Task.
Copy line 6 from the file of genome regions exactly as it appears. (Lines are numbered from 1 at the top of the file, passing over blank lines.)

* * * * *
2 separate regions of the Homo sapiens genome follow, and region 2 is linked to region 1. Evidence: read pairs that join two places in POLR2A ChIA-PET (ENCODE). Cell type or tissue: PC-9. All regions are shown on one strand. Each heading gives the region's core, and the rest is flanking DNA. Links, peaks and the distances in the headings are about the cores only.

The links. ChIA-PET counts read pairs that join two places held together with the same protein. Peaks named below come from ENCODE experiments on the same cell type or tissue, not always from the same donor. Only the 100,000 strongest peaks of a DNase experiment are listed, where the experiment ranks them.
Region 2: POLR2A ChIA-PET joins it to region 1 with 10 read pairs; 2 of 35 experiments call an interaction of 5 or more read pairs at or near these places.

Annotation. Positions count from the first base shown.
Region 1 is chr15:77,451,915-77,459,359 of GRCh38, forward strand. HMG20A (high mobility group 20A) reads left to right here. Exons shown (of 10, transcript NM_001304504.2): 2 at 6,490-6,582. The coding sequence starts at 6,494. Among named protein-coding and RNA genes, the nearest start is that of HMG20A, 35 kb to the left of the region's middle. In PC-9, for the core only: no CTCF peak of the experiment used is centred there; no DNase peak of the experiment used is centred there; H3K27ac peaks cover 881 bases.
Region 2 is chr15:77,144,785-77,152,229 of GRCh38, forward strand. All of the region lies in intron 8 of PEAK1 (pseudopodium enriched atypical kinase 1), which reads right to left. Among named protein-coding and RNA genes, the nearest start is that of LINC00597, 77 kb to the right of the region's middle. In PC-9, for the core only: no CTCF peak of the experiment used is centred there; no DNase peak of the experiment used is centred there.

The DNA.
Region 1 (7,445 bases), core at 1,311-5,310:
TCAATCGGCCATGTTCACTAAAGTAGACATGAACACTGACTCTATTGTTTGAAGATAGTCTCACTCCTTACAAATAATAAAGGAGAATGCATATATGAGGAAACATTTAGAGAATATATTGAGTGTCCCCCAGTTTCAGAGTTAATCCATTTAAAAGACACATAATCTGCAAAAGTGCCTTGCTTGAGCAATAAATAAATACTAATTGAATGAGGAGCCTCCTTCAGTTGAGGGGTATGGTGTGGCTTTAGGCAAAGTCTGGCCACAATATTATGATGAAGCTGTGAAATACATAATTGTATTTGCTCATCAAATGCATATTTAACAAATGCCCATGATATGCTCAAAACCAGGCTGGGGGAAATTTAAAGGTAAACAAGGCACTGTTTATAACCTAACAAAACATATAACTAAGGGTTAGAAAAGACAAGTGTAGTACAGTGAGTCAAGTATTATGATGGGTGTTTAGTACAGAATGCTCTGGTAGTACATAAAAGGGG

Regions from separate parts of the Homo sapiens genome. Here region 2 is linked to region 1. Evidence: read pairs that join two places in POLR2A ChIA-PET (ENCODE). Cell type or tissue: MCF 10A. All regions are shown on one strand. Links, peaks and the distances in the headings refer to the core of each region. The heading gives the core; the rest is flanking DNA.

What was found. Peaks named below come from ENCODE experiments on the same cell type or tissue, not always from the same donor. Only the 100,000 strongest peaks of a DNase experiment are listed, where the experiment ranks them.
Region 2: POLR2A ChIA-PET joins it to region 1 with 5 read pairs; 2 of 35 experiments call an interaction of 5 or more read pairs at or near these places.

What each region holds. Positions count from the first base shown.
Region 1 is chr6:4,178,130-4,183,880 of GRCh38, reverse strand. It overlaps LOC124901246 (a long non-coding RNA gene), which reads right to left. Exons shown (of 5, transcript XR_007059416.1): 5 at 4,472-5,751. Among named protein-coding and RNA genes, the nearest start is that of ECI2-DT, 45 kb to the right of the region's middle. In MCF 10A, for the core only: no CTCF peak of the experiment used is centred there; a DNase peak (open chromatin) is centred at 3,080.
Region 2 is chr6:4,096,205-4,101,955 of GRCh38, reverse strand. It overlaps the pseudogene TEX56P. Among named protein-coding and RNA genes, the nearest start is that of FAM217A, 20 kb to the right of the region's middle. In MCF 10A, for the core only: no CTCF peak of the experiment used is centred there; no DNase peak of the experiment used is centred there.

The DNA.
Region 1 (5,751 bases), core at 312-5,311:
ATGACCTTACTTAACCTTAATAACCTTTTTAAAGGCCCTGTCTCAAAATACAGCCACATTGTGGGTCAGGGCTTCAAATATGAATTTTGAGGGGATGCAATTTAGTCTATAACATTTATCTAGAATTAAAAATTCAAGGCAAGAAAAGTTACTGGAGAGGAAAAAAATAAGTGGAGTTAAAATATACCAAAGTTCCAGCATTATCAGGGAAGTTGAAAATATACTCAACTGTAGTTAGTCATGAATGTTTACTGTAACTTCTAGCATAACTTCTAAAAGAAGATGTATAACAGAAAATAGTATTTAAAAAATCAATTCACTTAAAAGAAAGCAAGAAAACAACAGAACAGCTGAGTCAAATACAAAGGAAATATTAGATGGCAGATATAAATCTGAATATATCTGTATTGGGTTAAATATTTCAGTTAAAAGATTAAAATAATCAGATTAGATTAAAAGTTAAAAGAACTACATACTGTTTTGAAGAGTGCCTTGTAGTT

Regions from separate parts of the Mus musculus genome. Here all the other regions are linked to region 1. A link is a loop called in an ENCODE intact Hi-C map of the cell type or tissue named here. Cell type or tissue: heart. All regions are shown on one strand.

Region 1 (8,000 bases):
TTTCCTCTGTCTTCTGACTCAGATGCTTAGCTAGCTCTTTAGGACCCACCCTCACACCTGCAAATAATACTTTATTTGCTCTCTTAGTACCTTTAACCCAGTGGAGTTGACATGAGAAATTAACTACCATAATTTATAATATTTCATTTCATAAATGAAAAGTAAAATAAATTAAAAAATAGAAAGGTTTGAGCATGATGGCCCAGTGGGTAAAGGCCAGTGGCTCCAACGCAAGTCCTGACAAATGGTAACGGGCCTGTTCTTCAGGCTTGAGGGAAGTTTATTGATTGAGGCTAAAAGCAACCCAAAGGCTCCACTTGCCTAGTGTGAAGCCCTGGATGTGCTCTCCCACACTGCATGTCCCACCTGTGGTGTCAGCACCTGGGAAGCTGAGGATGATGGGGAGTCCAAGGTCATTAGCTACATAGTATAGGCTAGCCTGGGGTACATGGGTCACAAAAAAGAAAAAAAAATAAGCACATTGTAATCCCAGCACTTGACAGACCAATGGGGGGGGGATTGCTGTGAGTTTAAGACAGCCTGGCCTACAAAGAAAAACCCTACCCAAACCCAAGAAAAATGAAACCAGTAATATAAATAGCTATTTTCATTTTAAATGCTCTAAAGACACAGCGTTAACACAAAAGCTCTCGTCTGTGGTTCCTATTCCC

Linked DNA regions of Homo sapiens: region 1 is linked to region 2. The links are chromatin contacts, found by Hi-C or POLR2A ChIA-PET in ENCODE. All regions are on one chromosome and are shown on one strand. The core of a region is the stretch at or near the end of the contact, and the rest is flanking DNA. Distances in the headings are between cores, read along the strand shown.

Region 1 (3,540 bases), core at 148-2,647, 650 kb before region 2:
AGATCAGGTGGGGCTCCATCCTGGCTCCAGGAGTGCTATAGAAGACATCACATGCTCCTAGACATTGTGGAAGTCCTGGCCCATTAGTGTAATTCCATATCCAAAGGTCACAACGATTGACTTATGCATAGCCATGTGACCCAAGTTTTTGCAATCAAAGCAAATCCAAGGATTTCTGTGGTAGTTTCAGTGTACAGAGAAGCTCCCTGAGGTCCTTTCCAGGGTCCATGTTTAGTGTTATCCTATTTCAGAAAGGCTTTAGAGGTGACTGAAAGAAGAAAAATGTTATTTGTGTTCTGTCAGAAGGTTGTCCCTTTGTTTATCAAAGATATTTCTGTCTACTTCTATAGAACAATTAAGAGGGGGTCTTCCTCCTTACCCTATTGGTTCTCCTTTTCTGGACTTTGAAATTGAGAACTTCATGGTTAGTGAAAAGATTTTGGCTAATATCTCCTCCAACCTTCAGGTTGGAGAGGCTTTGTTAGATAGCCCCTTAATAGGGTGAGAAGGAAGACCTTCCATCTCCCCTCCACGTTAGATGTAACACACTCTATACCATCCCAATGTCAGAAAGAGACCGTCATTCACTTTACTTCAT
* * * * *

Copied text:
Region 2 is chr15:77,144,785-77,152,229 of GRCh38, forward strand. All of the region lies in intron 8 of PEAK1 (pseudopodium enriched atypical kinase 1), which reads right to left. Among named protein-coding and RNA genes, the nearest start is that of LINC00597, 77 kb to the right of the region's middle. In PC-9, for the core only: no CTCF peak of the experiment used is centred there; no DNase peak of the experiment used is centred there.